Federal and state policymakers can strengthen the foundation being built for infants and toddlers by improving the continuum of services for the promotion and prevention of infant and early childhood mental health problems.
The healthy growth and development of a young child is much like the construction of a strong and stable building. When it comes to infant and toddler development, the neural pathways and connections literally shape the physical architecture of the developing brain, forming the strong foundation on which everything else is built. Social and emotional development is an integral part of the foundation that helps guide a young child into adulthood and is firmly tied to every other area of development—physical growth and health, communication and language development, cognitive skills, and early relationships.
1 in 5 children has a diagnosable mental disorder, but factors that predict mental health problems can be identified in the early years.
Early childhood social and emotional development is influenced by biology, environment, and relationships that exist between a small group of consistent caregivers and a child. Because the parent-child relationship is so critical for early development, the mental wellness of adults plays a critical role in how very young children develop. When an infant or toddler’s social and emotional development suffers significantly, they can, and do, experience mental health problems as well. But skilled providers can accurately screen, diagnose, and treat mental health disorders in infancy and early childhood before they impact other areas of development. Federal and state policymakers can strengthen the foundation being built for infants and toddlers by improving the continuum of services for the promotion and prevention of infant and early childhood mental health problems, as well as the provision of early intervention services for at-risk infants and toddlers.
What Does “Social and Emotional Development” Mean?
Healthy social and emotional development refers to a child’s capacity to experience, manage, and express a full range of positive and negative emotions; develop close, satisfying relationships with others; and actively explore environments and learn. Professionals in the field of child development who focus on social and emotional development refer to their area of practice as “infant mental health” or “early childhood mental health.”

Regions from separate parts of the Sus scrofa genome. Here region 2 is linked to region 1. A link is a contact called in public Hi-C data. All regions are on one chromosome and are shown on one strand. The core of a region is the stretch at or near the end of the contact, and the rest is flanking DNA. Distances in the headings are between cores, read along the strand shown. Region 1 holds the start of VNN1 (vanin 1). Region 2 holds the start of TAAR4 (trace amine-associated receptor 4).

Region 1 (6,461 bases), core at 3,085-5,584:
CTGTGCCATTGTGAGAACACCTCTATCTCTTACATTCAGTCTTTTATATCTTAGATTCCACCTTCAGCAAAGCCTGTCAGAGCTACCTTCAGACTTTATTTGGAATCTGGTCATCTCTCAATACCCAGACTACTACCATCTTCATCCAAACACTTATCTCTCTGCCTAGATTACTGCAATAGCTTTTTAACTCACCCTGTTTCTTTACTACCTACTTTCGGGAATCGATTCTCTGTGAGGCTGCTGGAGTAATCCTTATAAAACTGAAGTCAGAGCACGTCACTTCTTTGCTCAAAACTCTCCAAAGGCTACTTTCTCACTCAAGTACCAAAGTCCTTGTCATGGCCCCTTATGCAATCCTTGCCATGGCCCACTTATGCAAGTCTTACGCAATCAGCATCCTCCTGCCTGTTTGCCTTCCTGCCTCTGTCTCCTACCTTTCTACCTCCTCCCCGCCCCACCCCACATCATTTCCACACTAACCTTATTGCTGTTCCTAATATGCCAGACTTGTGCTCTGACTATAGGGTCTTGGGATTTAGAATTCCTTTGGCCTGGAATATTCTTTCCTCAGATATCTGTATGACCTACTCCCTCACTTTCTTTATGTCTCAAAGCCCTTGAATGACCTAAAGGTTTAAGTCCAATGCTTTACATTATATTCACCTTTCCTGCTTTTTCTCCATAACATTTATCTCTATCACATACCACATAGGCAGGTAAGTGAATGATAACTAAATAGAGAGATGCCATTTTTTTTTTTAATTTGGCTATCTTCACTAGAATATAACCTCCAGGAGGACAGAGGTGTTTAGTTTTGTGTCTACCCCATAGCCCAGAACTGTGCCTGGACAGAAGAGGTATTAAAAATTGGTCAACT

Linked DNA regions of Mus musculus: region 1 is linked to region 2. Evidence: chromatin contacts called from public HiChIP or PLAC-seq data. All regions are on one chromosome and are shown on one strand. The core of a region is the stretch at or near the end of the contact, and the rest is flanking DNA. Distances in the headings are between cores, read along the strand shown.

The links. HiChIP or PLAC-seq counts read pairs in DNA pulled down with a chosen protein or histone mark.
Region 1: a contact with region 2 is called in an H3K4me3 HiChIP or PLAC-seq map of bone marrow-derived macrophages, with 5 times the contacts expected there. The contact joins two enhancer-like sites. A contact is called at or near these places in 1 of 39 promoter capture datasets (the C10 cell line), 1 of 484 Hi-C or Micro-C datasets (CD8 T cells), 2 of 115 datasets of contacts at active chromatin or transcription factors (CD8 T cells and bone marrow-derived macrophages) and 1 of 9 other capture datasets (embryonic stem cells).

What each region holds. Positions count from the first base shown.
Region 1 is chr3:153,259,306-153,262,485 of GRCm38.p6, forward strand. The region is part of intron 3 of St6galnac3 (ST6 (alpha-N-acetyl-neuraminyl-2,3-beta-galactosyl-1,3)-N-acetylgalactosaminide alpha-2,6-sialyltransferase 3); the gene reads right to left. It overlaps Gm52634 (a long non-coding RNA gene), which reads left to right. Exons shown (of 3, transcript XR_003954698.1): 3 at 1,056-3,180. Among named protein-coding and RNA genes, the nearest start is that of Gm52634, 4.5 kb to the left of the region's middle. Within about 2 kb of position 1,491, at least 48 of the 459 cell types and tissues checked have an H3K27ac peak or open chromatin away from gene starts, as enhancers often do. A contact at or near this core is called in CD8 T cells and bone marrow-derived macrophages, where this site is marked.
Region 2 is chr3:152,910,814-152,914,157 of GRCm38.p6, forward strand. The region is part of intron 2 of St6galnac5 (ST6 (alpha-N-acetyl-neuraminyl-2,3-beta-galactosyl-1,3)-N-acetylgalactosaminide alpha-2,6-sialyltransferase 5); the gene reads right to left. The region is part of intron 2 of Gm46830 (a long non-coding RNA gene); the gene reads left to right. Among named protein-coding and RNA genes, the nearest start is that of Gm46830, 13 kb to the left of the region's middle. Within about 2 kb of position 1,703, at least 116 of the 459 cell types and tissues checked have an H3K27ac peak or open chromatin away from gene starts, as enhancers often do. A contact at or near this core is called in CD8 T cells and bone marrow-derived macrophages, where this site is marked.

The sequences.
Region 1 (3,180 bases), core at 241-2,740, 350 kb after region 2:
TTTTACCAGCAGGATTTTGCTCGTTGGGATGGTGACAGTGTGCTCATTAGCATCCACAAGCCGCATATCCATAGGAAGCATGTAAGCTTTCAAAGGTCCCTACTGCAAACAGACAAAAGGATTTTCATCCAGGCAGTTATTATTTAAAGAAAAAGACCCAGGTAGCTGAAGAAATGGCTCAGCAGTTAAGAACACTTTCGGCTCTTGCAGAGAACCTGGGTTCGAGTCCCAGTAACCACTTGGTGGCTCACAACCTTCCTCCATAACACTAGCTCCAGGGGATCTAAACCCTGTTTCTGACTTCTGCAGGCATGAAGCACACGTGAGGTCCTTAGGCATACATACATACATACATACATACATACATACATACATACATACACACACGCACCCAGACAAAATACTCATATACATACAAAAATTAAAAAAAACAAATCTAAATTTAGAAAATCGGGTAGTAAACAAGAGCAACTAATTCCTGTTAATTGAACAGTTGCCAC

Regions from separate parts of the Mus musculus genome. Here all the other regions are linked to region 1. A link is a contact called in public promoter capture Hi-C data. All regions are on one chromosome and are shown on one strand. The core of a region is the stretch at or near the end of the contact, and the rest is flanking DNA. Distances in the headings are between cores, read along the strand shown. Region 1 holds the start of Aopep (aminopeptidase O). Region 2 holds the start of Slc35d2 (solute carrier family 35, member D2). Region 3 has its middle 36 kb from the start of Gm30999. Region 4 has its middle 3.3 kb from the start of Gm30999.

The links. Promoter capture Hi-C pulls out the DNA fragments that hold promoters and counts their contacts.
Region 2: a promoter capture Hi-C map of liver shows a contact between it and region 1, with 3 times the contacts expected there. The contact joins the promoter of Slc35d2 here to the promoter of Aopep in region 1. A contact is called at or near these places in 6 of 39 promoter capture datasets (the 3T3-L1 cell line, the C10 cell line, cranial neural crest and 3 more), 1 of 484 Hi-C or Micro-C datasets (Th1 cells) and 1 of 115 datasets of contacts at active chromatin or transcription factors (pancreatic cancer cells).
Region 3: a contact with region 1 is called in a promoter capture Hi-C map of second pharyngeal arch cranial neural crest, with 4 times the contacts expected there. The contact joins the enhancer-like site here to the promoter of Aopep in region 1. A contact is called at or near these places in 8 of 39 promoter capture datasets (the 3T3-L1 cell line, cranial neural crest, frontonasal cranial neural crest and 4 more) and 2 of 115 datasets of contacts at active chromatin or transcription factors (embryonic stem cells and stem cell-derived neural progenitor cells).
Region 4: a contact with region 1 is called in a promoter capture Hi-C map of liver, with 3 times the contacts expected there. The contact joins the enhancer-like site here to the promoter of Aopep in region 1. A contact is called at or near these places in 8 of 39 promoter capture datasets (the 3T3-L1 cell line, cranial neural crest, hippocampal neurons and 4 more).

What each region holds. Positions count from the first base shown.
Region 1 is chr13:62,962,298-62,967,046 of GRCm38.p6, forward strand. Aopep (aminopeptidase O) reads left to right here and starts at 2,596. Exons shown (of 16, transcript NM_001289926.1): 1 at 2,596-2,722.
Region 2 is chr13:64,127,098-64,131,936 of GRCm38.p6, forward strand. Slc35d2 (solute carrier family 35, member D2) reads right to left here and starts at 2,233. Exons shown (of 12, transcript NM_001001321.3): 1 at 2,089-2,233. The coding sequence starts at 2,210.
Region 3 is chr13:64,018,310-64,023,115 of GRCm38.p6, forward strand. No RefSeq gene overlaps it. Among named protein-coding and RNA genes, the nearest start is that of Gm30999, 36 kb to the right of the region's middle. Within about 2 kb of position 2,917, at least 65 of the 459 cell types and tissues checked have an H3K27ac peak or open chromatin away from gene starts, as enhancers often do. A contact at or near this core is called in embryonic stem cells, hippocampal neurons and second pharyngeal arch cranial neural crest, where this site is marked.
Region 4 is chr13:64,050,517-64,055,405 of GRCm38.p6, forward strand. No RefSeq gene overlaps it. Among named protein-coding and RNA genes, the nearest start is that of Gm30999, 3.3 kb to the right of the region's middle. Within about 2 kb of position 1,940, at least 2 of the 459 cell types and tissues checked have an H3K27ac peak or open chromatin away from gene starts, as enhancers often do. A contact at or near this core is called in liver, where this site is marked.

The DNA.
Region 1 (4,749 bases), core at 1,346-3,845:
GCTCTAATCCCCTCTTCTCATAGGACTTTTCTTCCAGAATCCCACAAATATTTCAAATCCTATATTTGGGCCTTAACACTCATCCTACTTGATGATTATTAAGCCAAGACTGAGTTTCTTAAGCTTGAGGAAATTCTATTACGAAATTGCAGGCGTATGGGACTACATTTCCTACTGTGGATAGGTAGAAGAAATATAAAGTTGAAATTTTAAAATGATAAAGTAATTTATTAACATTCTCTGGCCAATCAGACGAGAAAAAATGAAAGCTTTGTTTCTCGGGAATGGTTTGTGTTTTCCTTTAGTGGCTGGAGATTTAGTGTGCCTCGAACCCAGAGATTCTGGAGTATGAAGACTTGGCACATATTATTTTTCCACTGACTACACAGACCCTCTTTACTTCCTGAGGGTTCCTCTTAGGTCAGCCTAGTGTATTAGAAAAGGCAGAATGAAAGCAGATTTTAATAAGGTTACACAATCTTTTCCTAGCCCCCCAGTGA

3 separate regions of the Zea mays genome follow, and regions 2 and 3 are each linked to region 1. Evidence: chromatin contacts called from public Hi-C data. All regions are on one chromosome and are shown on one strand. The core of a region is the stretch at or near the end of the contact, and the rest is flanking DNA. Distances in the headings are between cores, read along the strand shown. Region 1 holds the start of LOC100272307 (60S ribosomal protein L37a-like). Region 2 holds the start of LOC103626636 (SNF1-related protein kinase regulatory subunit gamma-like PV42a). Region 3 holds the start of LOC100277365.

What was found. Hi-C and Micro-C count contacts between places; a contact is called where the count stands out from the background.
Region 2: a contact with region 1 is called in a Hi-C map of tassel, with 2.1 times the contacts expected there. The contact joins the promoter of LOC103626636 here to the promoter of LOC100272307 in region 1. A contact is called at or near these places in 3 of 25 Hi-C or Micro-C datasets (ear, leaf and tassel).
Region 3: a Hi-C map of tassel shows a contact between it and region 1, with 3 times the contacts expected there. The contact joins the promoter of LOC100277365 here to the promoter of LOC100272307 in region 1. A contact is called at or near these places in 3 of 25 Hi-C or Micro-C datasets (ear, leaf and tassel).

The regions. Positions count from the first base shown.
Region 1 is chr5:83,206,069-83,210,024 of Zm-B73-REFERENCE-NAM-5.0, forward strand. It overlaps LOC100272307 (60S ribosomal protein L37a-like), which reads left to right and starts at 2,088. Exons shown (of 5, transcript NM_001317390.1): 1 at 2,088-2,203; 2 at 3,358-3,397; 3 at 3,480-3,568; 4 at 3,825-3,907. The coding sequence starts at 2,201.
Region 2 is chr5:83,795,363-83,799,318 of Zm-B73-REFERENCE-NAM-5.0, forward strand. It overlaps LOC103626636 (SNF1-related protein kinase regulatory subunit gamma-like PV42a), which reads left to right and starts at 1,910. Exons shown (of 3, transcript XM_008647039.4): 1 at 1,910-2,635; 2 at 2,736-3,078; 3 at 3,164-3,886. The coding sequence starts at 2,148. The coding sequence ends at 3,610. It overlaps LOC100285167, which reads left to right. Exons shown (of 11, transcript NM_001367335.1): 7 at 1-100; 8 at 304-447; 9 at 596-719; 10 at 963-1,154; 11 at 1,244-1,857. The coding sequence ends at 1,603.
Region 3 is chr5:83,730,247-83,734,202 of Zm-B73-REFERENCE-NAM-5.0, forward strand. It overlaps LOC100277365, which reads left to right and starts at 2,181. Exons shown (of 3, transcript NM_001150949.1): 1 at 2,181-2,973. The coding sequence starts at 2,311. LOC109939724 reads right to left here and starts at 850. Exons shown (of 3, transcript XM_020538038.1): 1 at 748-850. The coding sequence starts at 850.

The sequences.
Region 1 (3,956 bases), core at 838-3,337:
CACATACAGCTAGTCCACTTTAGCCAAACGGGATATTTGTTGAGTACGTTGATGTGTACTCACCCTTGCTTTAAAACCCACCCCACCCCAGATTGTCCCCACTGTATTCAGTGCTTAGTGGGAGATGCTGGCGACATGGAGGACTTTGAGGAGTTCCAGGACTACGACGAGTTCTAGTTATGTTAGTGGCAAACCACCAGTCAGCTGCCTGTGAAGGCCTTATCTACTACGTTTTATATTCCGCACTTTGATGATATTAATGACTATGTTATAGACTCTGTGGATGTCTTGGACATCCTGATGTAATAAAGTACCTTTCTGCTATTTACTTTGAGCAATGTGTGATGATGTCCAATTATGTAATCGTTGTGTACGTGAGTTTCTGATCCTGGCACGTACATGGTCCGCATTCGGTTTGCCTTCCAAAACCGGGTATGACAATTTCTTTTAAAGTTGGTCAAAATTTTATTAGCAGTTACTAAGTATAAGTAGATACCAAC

1. Create or expand initiatives that integrate comprehensive infant and early childhood mental health services into child-serving settings.
Early childhood mental health screenings, services, training, and supports that promote healthy social-emotional development may be provided in a variety of settings—at home, in a child care setting, in a primary health care facility, or in a mental health professional’s office. It is critical that training for staff, parents, and other caregivers on how best to support healthy social-emotional development, as well as screenings and services, are integrated into existing programs that reach infants and toddlers in these different settings. For example, with mental health consultation and training in child care centers, staff can support social and emotional development, prevent behavioral problems, support relationships with families, and identify early warning signs of mental health disorders. Federal and state policymakers should increase funding for services that promote social-emotional health and well-being in young children, as well as prevention services for children and families experiencing, or at high risk of experiencing, situations that might lead to disruptions in social-emotional development. This includes expanding the capacity of federal programs such as Medicaid, Head Start and Early Head Start, Parts B and C of the Individuals With Disabilities Education Act (IDEA), the Child Care and Development Fund (CCDF), and the Maternal and Child Health Block Grant to support early childhood social and emotional development.
75% to 80% of children and youth in need of mental health services do not receive them.
2. Strengthen the capacity of the mental health system to diagnose and treat infants and toddlers.